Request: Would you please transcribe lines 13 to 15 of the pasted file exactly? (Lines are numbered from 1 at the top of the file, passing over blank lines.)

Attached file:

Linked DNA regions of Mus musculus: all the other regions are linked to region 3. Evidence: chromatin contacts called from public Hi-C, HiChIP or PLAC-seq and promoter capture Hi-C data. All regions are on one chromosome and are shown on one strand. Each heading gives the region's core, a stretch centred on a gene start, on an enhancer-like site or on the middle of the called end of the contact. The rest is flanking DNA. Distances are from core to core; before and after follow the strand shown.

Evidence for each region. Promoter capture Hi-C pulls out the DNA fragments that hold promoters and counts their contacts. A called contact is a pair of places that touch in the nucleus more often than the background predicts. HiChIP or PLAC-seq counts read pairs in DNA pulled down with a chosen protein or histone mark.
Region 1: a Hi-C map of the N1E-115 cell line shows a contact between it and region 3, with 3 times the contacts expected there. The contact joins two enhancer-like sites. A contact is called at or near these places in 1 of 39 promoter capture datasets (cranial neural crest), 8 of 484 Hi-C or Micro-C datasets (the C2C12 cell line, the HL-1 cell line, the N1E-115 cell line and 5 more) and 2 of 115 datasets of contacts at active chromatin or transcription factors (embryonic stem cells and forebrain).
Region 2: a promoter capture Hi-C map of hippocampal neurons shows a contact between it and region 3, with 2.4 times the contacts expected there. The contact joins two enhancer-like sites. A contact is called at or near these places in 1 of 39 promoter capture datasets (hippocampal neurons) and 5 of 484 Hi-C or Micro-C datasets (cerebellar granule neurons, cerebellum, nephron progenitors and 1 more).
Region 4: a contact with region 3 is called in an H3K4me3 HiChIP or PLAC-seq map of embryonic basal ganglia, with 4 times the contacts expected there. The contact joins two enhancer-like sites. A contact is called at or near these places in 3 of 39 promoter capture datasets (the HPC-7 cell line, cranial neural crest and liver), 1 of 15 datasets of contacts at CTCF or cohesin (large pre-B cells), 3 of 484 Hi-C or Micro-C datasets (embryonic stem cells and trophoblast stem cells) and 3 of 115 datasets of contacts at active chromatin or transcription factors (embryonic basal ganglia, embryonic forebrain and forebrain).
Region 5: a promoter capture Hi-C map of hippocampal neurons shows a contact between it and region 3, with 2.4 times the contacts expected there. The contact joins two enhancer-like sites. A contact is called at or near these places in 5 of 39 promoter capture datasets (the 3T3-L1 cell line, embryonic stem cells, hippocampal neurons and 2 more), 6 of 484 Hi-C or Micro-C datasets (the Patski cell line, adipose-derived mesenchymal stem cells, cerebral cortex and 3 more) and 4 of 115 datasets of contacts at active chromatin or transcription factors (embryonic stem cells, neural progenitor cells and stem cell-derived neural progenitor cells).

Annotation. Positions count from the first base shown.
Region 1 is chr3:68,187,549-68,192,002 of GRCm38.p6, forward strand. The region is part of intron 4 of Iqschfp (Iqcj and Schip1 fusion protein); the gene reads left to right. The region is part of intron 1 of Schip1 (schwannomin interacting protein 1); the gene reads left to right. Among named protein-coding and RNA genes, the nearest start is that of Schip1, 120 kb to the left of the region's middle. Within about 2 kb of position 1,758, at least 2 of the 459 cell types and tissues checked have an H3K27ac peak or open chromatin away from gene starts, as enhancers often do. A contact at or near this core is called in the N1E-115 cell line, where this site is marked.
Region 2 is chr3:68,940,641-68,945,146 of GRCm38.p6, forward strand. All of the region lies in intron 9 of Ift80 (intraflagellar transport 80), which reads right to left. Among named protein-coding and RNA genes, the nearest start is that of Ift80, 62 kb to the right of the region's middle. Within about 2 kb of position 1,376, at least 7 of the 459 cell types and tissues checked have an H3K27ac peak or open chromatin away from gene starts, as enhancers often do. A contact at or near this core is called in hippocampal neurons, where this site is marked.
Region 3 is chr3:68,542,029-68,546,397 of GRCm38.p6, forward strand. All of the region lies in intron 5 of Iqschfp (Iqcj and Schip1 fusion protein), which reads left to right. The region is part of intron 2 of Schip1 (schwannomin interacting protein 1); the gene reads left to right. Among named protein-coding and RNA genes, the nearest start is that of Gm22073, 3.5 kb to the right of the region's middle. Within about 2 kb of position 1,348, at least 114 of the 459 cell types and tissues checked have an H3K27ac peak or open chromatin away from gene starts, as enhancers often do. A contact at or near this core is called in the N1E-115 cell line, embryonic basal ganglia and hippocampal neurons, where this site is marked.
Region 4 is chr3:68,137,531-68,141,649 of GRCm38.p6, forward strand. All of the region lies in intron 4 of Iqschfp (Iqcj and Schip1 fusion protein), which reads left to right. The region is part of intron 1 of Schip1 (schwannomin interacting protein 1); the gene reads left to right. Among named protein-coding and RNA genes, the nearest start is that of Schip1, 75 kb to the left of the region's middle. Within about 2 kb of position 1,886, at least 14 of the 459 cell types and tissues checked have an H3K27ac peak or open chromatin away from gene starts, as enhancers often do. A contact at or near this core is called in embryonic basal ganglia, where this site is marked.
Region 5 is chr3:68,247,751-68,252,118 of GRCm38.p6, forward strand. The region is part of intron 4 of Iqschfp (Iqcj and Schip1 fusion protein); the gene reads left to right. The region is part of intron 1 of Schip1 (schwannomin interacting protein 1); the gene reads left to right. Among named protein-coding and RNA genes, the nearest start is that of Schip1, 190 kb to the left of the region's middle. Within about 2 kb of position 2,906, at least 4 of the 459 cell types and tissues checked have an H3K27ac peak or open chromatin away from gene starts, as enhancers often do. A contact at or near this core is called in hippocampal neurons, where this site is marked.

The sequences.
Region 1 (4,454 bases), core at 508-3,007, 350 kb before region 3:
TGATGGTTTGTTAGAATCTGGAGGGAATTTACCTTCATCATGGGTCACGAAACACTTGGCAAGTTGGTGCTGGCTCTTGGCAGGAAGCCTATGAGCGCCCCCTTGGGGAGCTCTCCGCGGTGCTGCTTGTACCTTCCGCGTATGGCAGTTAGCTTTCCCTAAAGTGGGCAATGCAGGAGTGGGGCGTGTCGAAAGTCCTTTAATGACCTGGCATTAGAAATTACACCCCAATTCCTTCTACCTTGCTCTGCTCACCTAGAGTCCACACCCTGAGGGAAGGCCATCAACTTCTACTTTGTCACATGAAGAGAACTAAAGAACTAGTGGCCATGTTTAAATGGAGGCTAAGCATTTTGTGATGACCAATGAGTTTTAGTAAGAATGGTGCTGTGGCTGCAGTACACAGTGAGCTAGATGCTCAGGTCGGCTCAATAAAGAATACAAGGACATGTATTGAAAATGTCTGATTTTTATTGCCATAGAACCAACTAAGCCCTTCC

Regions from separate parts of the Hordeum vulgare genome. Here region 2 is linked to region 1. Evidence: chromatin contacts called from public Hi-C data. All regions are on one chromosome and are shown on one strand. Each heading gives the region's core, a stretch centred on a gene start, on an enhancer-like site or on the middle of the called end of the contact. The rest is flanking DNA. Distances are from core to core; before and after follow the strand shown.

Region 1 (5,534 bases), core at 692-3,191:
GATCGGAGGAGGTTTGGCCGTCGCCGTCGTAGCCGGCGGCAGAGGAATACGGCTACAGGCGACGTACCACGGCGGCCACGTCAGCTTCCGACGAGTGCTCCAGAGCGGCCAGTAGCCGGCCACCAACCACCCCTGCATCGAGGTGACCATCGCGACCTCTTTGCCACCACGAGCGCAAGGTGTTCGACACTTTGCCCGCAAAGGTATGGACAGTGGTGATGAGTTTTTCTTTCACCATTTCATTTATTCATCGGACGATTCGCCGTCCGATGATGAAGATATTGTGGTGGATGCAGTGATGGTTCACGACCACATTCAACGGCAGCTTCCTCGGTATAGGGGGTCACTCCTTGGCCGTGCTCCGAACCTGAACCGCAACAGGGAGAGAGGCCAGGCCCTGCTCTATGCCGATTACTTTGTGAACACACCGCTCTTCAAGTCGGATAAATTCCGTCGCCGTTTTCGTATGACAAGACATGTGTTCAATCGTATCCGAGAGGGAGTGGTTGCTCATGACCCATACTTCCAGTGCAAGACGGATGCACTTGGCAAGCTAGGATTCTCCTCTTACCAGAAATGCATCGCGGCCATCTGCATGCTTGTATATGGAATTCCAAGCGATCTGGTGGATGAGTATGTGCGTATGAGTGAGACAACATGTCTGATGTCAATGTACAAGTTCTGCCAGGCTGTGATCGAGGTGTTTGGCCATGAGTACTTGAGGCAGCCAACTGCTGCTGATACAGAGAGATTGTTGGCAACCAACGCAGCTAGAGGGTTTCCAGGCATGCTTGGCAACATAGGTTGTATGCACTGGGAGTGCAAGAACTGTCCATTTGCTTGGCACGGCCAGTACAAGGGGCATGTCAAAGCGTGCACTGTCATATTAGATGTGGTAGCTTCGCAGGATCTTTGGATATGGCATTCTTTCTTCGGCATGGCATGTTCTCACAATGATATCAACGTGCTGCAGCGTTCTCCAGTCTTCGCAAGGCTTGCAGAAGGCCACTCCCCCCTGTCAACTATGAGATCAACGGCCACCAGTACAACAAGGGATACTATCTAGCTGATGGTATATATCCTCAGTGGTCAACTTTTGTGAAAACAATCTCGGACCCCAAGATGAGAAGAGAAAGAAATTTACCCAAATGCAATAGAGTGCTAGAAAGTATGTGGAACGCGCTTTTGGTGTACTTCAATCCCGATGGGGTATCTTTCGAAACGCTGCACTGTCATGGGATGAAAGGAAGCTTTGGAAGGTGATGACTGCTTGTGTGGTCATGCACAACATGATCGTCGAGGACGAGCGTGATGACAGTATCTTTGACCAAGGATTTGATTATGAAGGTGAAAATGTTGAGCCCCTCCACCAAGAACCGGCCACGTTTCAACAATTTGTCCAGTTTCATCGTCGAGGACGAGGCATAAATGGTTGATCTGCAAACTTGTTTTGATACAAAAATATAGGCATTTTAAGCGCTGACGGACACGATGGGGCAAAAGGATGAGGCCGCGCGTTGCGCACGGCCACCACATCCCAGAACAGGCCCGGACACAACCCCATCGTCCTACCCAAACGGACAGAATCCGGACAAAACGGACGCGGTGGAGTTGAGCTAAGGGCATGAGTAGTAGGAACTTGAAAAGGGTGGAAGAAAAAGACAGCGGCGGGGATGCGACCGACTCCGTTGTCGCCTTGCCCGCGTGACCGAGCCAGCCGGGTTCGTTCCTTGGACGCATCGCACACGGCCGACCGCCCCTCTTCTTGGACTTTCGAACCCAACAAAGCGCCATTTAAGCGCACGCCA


The sequences.
Region 1 (4,454 bases), core at 508-3,007, 350 kb before region 3:
TGATGGTTTGTTAGAATCTGGAGGGAATTTACCTTCATCATGGGTCACGAAACACTTGGCAAGTTGGTGCTGGCTCTTGGCAGGAAGCCTATGAGCGCCCCCTTGGGGAGCTCTCCGCGGTGCTGCTTGTACCTTCCGCGTATGGCAGTTAGCTTTCCCTAAAGTGGGCAATGCAGGAGTGGGGCGTGTCGAAAGTCCTTTAATGACCTGGCATTAGAAATTACACCCCAATTCCTTCTACCTTGCTCTGCTCACCTAGAGTCCACACCCTGAGGGAAGGCCATCAACTTCTACTTTGTCACATGAAGAGAACTAAAGAACTAGTGGCCATGTTTAAATGGAGGCTAAGCATTTTGTGATGACCAATGAGTTTTAGTAAGAATGGTGCTGTGGCTGCAGTACACAGTGAGCTAGATGCTCAGGTCGGCTCAATAAAGAATACAAGGACATGTATTGAAAATGTCTGATTTTTATTGCCATAGAACCAACTAAGCCCTTCC